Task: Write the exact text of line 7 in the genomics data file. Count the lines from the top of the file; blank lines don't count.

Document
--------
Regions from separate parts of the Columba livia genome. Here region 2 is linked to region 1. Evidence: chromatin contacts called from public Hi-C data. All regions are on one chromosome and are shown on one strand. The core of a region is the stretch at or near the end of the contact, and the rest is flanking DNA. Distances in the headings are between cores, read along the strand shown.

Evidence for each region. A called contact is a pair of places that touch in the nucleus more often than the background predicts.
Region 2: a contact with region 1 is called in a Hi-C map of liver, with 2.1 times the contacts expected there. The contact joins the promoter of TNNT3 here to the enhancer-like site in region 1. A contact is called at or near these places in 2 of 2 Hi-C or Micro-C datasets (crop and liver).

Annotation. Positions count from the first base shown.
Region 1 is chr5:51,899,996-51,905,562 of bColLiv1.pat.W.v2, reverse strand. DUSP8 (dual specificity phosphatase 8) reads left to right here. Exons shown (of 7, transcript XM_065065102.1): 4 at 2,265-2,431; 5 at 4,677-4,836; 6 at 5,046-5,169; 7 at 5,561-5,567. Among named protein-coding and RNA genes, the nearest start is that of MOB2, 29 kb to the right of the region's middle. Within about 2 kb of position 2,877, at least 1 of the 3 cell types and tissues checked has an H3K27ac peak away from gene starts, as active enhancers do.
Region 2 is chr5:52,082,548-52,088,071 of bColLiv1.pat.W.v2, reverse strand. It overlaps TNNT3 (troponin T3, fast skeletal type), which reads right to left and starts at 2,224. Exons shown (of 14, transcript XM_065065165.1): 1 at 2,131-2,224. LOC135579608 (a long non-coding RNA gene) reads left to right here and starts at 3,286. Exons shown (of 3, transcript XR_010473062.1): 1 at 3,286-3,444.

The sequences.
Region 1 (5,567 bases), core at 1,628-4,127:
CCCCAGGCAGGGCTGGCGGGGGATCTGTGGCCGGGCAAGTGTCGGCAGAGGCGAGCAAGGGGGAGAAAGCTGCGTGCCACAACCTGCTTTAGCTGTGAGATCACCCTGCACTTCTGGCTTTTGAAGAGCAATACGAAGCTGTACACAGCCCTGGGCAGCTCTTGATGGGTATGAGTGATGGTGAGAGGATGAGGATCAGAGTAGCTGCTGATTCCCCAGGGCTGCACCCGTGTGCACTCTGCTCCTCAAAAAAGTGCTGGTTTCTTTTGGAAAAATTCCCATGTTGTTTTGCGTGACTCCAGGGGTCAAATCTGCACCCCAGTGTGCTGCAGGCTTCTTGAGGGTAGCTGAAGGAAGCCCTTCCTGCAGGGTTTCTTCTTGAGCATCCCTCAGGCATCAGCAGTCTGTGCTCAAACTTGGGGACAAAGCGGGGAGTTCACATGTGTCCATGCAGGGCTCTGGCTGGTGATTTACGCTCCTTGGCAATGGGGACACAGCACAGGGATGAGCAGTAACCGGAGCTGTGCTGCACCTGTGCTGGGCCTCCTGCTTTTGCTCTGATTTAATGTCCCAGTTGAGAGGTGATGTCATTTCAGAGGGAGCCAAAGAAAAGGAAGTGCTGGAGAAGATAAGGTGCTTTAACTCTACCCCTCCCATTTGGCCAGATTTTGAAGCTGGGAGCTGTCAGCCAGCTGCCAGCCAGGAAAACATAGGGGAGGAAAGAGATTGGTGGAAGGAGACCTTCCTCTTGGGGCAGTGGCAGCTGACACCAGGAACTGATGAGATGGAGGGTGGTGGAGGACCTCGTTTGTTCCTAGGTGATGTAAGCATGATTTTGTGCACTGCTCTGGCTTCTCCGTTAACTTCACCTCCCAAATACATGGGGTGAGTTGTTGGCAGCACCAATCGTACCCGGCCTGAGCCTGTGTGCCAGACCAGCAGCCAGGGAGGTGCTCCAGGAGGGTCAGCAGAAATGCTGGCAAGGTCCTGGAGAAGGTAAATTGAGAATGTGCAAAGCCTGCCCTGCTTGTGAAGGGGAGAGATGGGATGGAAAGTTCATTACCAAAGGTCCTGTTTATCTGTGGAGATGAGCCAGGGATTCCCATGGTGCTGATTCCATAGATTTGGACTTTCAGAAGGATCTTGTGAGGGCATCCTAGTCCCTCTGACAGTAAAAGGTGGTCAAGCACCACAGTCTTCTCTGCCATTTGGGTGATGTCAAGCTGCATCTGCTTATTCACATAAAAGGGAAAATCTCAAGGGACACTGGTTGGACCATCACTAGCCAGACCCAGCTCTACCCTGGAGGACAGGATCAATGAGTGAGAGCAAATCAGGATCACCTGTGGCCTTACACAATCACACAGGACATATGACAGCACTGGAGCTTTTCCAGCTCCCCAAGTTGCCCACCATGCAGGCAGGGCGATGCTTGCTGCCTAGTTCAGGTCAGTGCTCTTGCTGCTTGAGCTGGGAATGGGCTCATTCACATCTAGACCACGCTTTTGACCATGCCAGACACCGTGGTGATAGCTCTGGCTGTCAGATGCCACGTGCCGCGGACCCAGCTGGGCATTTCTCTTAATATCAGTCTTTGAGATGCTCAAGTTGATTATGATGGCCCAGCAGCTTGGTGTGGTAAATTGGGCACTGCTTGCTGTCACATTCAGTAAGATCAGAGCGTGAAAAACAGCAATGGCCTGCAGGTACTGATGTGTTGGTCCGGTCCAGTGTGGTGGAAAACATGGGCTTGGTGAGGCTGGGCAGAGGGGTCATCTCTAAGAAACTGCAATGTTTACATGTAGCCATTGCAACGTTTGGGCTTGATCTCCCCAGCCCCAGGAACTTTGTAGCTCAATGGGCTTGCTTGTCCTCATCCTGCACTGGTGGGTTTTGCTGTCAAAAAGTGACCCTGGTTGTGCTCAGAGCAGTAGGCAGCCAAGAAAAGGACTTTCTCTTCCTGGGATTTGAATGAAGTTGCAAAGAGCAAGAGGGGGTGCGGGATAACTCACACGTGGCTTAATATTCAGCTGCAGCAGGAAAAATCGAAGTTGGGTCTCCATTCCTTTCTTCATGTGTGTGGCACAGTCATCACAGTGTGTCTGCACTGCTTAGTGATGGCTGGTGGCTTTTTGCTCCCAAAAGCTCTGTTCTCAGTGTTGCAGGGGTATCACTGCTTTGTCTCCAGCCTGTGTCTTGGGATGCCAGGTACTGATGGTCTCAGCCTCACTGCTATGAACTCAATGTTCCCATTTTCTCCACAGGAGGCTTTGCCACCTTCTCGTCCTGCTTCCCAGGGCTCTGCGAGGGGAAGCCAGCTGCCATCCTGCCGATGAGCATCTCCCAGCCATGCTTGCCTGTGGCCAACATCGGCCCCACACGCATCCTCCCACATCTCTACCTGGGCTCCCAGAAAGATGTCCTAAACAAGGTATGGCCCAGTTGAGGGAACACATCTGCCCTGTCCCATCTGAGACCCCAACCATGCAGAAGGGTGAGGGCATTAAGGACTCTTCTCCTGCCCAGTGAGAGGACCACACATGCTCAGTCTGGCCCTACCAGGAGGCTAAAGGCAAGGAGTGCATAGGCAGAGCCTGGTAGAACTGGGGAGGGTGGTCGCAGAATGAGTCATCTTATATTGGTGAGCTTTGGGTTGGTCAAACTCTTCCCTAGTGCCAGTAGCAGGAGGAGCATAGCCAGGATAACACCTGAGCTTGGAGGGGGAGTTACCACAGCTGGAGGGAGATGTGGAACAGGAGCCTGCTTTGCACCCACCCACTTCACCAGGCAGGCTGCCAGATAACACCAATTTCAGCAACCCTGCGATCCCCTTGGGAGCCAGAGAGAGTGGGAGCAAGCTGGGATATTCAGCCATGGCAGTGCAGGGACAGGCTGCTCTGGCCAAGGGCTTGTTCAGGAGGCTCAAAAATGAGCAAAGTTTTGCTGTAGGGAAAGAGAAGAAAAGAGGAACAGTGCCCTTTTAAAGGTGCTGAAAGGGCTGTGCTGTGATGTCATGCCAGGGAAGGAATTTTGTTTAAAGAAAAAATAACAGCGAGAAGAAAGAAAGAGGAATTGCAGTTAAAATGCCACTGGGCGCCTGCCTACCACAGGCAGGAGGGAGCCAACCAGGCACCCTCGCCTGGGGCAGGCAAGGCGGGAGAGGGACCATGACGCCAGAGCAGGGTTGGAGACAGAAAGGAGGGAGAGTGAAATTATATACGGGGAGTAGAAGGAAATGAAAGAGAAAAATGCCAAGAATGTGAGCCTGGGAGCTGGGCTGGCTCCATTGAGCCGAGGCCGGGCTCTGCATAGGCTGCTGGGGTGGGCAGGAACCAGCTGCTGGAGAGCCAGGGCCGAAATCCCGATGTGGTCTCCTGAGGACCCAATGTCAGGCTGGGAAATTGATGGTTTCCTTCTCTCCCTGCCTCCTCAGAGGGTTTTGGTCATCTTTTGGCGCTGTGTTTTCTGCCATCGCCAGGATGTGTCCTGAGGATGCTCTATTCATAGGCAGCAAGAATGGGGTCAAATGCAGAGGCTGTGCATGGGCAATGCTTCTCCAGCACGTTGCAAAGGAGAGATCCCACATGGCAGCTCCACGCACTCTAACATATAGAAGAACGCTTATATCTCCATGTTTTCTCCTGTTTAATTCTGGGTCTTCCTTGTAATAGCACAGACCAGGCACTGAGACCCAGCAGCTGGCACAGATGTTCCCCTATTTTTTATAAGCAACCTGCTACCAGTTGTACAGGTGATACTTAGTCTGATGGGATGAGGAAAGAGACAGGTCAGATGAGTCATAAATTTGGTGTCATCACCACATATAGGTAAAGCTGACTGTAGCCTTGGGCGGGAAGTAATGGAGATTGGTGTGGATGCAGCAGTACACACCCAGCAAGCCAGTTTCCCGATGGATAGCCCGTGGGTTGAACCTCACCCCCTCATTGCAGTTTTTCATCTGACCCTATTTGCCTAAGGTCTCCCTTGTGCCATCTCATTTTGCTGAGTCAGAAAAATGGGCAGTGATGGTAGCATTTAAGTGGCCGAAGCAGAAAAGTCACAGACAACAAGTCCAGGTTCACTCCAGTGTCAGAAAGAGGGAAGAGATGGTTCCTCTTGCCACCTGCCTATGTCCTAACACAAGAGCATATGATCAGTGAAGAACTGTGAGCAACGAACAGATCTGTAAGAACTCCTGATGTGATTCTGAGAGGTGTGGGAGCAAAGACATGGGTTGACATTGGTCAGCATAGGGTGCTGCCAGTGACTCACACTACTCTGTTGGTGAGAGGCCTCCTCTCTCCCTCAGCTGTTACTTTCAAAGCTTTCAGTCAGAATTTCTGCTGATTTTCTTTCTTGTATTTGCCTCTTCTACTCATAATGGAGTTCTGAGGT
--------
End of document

The sequences.